Boat excursions leave here for the stalagmite encrusted Dhaskilio cave, set in the cliff along the gorge and there are tiny beaches at Almyres and Dhrasonda, accessible only by boat.

The valley behind, looks beautiful from a distance, but closer inspection reveals series of moribund, flyblown hamlets of old houses set behind high brick walls

Where to stay

Most visitors arrive at the large port of Pothia, the island’s capital and the second biggest town in the Dodecanese after Rhodes. Pothia is a busy, bustling town, sandwiched between two mountains on the hillsides which curve around the bay. There are plenty of hotels and other accommodation as you would expect in a busy port on a major ferry route.

Most holiday accommodation is found along the west coast which has the beach resorts geared to the package holiday market. Visiting rock climbers stay in the beach resorts of Massouri, Armeos and Myrties, as these are located below many of the most popular crags. The resorts have a wide range of accommodation from expensive hotel complexes through to budget hotels, self-catering apartments, villas and rooms to let.

It is recommended to book accommodation in advance especially when visiting Kalymnos in May or October, the most popular months for climbing and the Kalymnos Hoteliers Association has a website

The monasteries of the Evangelist and St Catherine have hostels for visitors. There are no campsites on Kalymnos and casual camping is not encouraged.

Getting around Kalymnos

The two main roads on Kalymnos run along the south coast through Pothia and north-west from Pothia to the west coast resorts. Another small road that runs north-west from the east coast village of Vathi to Stimenia.

Steep bends and narrow roads make driving difficult. The streets of Pothia were resurfaced in 2005 after years of neglect.

Taxis cruise the main route from Pothia to Massouri but disappear around 11pm when the last ferries have pulled in from Telendos. Buses are cheap and punctual, though not very frequent, and you must get a ticket before you board from the local supermarket or kiosk. Kalymnos bus timetables can be found here.

The rugged limestone landscape makes Kalymnos ideal for walkers and rock climbers. In spring, the hillsides are swathed in thyme and oregano making for pleasant aromatic walking and food for the Kalymnos island bees and flavour for the honey on sale in many island shops.

A paved donkey track that leads from Pothia to Vathi is considered one of the best walks in the Greek islands.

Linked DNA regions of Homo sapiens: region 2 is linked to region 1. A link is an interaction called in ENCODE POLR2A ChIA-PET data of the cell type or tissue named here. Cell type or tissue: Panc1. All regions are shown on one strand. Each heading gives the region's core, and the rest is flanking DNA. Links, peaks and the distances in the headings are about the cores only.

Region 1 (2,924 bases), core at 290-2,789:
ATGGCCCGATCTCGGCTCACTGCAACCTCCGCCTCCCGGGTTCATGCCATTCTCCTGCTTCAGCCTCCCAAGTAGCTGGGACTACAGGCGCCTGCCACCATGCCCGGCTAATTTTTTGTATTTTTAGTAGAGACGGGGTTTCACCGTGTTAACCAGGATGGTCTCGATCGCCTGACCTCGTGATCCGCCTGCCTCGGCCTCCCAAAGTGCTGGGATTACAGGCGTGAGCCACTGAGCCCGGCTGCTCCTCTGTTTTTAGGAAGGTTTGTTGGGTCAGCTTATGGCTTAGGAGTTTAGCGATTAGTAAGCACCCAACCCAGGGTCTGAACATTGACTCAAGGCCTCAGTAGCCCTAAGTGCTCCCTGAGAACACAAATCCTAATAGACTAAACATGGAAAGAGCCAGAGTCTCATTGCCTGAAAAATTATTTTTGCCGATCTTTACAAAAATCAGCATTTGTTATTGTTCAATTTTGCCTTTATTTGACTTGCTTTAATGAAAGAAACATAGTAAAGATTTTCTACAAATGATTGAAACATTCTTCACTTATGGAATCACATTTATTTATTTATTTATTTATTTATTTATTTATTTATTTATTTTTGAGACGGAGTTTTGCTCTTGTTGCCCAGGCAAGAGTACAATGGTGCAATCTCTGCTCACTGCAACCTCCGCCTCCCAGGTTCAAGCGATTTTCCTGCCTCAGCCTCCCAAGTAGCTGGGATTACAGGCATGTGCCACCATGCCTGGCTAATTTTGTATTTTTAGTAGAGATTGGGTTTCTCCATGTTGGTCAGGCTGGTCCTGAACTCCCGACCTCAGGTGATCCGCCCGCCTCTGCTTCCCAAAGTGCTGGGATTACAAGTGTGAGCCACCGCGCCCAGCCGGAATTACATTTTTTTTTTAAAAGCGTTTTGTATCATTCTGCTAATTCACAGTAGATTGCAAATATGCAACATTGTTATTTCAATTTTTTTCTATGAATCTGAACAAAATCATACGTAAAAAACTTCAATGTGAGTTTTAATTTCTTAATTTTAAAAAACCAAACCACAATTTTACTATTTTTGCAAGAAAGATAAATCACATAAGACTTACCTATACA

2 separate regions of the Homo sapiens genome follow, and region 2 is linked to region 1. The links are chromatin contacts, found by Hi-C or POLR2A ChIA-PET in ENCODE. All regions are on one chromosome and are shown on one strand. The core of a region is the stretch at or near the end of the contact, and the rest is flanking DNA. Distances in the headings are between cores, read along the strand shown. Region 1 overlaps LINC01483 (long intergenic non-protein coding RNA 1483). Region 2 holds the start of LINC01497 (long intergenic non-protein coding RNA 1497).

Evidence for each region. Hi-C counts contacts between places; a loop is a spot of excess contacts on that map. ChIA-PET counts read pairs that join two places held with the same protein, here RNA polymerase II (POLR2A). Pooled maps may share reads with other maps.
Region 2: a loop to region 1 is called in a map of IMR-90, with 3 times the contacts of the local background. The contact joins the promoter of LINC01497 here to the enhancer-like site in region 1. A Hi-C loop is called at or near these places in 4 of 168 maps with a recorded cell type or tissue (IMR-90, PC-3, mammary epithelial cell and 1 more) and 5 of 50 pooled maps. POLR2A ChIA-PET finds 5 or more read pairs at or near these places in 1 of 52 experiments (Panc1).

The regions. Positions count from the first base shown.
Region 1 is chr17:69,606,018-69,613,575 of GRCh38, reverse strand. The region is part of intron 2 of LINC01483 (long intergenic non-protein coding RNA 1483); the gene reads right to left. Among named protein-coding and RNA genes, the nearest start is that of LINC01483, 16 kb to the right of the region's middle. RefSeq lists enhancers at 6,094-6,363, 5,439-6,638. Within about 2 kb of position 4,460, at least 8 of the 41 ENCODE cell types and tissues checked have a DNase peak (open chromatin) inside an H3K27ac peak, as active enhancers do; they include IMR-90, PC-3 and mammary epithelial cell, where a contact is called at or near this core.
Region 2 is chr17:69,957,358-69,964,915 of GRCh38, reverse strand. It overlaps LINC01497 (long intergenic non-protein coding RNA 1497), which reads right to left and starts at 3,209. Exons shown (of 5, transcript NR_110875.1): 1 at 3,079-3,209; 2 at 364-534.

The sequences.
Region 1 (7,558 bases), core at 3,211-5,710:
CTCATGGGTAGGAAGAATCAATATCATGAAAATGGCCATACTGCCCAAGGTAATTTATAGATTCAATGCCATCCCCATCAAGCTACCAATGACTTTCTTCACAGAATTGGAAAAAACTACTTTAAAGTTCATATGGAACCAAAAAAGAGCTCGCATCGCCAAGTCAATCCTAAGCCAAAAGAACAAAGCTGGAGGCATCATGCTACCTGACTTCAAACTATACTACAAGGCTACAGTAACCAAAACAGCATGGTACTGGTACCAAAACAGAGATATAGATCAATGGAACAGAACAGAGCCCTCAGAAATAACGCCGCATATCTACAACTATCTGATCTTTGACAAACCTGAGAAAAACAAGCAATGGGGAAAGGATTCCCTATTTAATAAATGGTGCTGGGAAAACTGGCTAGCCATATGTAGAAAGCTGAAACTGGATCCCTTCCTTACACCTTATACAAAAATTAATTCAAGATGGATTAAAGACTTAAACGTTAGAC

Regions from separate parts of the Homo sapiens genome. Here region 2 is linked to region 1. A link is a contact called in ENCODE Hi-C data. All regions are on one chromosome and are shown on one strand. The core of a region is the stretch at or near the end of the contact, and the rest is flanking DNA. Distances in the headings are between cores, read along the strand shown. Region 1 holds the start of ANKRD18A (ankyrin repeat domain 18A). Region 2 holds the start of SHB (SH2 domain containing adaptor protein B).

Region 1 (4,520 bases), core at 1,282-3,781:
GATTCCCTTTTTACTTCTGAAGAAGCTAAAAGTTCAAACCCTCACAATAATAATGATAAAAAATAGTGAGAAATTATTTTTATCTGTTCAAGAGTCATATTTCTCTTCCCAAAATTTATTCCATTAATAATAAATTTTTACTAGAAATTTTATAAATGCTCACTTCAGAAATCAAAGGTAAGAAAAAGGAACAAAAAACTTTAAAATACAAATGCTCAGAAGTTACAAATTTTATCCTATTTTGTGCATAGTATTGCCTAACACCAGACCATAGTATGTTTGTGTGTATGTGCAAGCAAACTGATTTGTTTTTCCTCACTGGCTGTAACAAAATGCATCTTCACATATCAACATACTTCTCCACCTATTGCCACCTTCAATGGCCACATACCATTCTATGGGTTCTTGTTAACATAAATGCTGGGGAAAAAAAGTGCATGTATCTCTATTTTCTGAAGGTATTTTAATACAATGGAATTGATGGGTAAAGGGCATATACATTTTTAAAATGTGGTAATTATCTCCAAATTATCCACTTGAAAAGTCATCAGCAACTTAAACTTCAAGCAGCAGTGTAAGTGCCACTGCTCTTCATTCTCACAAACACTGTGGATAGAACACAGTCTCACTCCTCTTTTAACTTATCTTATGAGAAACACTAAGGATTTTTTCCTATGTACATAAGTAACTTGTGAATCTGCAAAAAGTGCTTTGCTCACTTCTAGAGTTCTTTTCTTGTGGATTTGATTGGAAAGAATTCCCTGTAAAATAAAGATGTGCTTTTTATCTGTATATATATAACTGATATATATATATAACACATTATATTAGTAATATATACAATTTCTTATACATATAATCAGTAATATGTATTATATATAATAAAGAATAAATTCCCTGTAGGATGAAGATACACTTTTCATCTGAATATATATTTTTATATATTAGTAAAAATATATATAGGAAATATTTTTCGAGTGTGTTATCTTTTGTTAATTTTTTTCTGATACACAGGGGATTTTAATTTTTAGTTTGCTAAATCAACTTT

How to get to Kalymnos

By air

A small Kalymnos Airport (JKL) is located at Argos, a few kilometres from the port capital of Pothia on the west coast near the resort of Panormos. There are scheduled services daily from Athens International airport.

The nearest international airport is on the neighbouring island of Kos, which not only takes domestic flights from Airlines but is also served by UK summer charters and some low-cost airlines during the summer months.

Kos International Airport (KGS) is located 26 kilometres west of Kos Town and about 10 kilometres south of the ferry port at Mastichari and many holidaymakers choose a flight to Kos and a ferry to Kalymnos.

The recent growth in cheap flights to Kos by no frills carriers such as easyJet and Ryanair have made a flight to Kos and a ferry to Kalymnos a popular option.

By ferry

Kalymnos is on the main Dodecanese ferry route for long and middle-distance traffic so trips to nearby islands like Kos, Leros, Patmos and Samos are not a problem.

The fast catamarans of Dodekanesos Seaways run daily services to and from Kos Town with a crossing time of around 45 minutes.

Blue Star Ferries also has three sailings week from Kos Town harbour with a journey time of about one hour and four sailings on the Piraeus to Kastellorizo route calling at Kalymnos, Kos and Rhodes.

Daily ferry services operate from the small port of Mastichari on the north coast of Kos. ANEK Kalymnos runs car ferries, the ‘Olympios Appollon’ and ‘Olympios Zeus’ while the smaller, faster passengers boat Kalymnos Star travels to Pothia on Kalymnos via the islet of Pserimos. There are several sailings daily but times depend on the season. It also runs services to Samos three times a week and to Astypalia on Monday to Thursday.

The Bodrum Ferryboat runs service from Kalymnos to Bodrum and Turgutries in Turkey with a crossing time of about 75 minutes.